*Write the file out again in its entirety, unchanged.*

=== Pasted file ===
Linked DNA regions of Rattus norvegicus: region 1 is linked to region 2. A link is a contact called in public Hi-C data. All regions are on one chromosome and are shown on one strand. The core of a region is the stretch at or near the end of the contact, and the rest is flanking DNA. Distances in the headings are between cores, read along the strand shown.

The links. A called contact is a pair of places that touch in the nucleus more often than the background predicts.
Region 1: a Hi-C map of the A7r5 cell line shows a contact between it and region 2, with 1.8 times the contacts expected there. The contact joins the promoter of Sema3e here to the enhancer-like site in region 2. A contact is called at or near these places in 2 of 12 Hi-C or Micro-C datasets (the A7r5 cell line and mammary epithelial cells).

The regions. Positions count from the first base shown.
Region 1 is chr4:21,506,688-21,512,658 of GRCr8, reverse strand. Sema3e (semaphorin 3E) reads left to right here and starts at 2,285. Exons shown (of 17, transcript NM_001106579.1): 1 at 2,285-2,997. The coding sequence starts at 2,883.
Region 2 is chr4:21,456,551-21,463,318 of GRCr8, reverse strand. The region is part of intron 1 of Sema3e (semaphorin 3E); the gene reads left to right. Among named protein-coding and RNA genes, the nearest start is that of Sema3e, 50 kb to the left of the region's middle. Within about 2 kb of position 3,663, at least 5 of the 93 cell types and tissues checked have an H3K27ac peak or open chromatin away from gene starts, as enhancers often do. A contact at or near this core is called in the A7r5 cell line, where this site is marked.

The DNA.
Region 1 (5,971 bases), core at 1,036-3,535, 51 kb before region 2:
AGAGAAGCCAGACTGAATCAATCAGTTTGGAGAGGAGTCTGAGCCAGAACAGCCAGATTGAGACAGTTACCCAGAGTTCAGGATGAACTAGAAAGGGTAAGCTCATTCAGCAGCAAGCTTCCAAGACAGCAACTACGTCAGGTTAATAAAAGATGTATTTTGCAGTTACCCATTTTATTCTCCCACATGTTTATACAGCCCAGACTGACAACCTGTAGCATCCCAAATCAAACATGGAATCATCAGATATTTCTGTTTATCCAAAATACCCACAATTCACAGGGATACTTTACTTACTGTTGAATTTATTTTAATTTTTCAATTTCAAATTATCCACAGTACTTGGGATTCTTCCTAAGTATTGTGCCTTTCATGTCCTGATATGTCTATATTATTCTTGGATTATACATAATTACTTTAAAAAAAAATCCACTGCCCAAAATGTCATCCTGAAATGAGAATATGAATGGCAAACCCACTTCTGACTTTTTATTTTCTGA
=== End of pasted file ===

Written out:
Linked DNA regions of Rattus norvegicus: region 1 is linked to region 2. A link is a contact called in public Hi-C data. All regions are on one chromosome and are shown on one strand. The core of a region is the stretch at or near the end of the contact, and the rest is flanking DNA. Distances in the headings are between cores, read along the strand shown.

The links. A called contact is a pair of places that touch in the nucleus more often than the background predicts.
Region 1: a Hi-C map of the A7r5 cell line shows a contact between it and region 2, with 1.8 times the contacts expected there. The contact joins the promoter of Sema3e here to the enhancer-like site in region 2. A contact is called at or near these places in 2 of 12 Hi-C or Micro-C datasets (the A7r5 cell line and mammary epithelial cells).

The regions. Positions count from the first base shown.
Region 1 is chr4:21,506,688-21,512,658 of GRCr8, reverse strand. Sema3e (semaphorin 3E) reads left to right here and starts at 2,285. Exons shown (of 17, transcript NM_001106579.1): 1 at 2,285-2,997. The coding sequence starts at 2,883.
Region 2 is chr4:21,456,551-21,463,318 of GRCr8, reverse strand. The region is part of intron 1 of Sema3e (semaphorin 3E); the gene reads left to right. Among named protein-coding and RNA genes, the nearest start is that of Sema3e, 50 kb to the left of the region's middle. Within about 2 kb of position 3,663, at least 5 of the 93 cell types and tissues checked have an H3K27ac peak or open chromatin away from gene starts, as enhancers often do. A contact at or near this core is called in the A7r5 cell line, where this site is marked.

The DNA.
Region 1 (5,971 bases), core at 1,036-3,535, 51 kb before region 2:
AGAGAAGCCAGACTGAATCAATCAGTTTGGAGAGGAGTCTGAGCCAGAACAGCCAGATTGAGACAGTTACCCAGAGTTCAGGATGAACTAGAAAGGGTAAGCTCATTCAGCAGCAAGCTTCCAAGACAGCAACTACGTCAGGTTAATAAAAGATGTATTTTGCAGTTACCCATTTTATTCTCCCACATGTTTATACAGCCCAGACTGACAACCTGTAGCATCCCAAATCAAACATGGAATCATCAGATATTTCTGTTTATCCAAAATACCCACAATTCACAGGGATACTTTACTTACTGTTGAATTTATTTTAATTTTTCAATTTCAAATTATCCACAGTACTTGGGATTCTTCCTAAGTATTGTGCCTTTCATGTCCTGATATGTCTATATTATTCTTGGATTATACATAATTACTTTAAAAAAAAATCCACTGCCCAAAATGTCATCCTGAAATGAGAATATGAATGGCAAACCCACTTCTGACTTTTTATTTTCTGA